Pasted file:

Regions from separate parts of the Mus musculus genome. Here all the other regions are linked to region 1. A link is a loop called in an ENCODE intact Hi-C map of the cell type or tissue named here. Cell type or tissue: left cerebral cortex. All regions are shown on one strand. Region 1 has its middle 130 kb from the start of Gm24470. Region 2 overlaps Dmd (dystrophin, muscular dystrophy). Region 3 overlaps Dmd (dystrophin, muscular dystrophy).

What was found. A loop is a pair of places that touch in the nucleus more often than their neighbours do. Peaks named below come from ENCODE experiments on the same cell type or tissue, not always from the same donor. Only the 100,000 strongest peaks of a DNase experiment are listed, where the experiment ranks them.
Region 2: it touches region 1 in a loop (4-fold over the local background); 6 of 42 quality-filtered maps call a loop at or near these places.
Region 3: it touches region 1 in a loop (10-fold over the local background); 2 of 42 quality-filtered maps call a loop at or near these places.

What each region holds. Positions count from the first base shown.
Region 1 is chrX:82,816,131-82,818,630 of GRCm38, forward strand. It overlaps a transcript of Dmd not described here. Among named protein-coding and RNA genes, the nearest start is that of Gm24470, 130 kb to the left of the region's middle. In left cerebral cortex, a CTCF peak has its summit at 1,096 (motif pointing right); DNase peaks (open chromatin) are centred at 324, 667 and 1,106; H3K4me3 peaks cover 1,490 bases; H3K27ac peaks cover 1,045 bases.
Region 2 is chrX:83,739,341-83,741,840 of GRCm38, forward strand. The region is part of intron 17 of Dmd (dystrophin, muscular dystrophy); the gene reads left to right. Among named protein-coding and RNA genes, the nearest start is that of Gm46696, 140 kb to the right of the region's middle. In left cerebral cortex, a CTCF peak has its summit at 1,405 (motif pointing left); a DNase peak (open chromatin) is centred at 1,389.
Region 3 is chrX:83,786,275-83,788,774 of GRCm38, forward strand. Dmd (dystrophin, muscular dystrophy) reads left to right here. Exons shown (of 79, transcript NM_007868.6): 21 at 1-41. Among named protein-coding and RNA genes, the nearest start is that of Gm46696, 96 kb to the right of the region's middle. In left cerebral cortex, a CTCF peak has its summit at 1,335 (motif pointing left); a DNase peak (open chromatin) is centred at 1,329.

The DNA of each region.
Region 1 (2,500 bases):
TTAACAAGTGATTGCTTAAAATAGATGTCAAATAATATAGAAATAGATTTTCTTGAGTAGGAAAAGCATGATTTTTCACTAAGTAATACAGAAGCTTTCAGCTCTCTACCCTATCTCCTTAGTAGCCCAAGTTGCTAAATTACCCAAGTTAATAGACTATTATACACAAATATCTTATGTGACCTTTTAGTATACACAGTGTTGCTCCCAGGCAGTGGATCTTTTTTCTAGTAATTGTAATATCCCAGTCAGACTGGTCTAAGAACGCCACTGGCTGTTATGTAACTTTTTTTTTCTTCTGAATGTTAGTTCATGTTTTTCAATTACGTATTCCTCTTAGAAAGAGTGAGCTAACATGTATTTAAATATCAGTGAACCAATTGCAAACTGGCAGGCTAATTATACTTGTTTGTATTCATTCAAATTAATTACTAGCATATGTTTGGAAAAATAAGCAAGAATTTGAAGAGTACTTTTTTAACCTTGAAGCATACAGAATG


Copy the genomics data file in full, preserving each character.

Regions from separate parts of the Mus musculus genome. Here all the other regions are linked to region 1. A link is a loop called in an ENCODE intact Hi-C map of the cell type or tissue named here. Cell type or tissue: left cerebral cortex. All regions are shown on one strand. Region 1 has its middle 130 kb from the start of Gm24470. Region 2 overlaps Dmd (dystrophin, muscular dystrophy). Region 3 overlaps Dmd (dystrophin, muscular dystrophy).

What was found. A loop is a pair of places that touch in the nucleus more often than their neighbours do. Peaks named below come from ENCODE experiments on the same cell type or tissue, not always from the same donor. Only the 100,000 strongest peaks of a DNase experiment are listed, where the experiment ranks them.
Region 2: it touches region 1 in a loop (4-fold over the local background); 6 of 42 quality-filtered maps call a loop at or near these places.
Region 3: it touches region 1 in a loop (10-fold over the local background); 2 of 42 quality-filtered maps call a loop at or near these places.

What each region holds. Positions count from the first base shown.
Region 1 is chrX:82,816,131-82,818,630 of GRCm38, forward strand. It overlaps a transcript of Dmd not described here. Among named protein-coding and RNA genes, the nearest start is that of Gm24470, 130 kb to the left of the region's middle. In left cerebral cortex, a CTCF peak has its summit at 1,096 (motif pointing right); DNase peaks (open chromatin) are centred at 324, 667 and 1,106; H3K4me3 peaks cover 1,490 bases; H3K27ac peaks cover 1,045 bases.
Region 2 is chrX:83,739,341-83,741,840 of GRCm38, forward strand. The region is part of intron 17 of Dmd (dystrophin, muscular dystrophy); the gene reads left to right. Among named protein-coding and RNA genes, the nearest start is that of Gm46696, 140 kb to the right of the region's middle. In left cerebral cortex, a CTCF peak has its summit at 1,405 (motif pointing left); a DNase peak (open chromatin) is centred at 1,389.
Region 3 is chrX:83,786,275-83,788,774 of GRCm38, forward strand. Dmd (dystrophin, muscular dystrophy) reads left to right here. Exons shown (of 79, transcript NM_007868.6): 21 at 1-41. Among named protein-coding and RNA genes, the nearest start is that of Gm46696, 96 kb to the right of the region's middle. In left cerebral cortex, a CTCF peak has its summit at 1,335 (motif pointing left); a DNase peak (open chromatin) is centred at 1,329.

The DNA of each region.
Region 1 (2,500 bases):
TTAACAAGTGATTGCTTAAAATAGATGTCAAATAATATAGAAATAGATTTTCTTGAGTAGGAAAAGCATGATTTTTCACTAAGTAATACAGAAGCTTTCAGCTCTCTACCCTATCTCCTTAGTAGCCCAAGTTGCTAAATTACCCAAGTTAATAGACTATTATACACAAATATCTTATGTGACCTTTTAGTATACACAGTGTTGCTCCCAGGCAGTGGATCTTTTTTCTAGTAATTGTAATATCCCAGTCAGACTGGTCTAAGAACGCCACTGGCTGTTATGTAACTTTTTTTTTCTTCTGAATGTTAGTTCATGTTTTTCAATTACGTATTCCTCTTAGAAAGAGTGAGCTAACATGTATTTAAATATCAGTGAACCAATTGCAAACTGGCAGGCTAATTATACTTGTTTGTATTCATTCAAATTAATTACTAGCATATGTTTGGAAAAATAAGCAAGAATTTGAAGAGTACTTTTTTAACCTTGAAGCATACAGAATG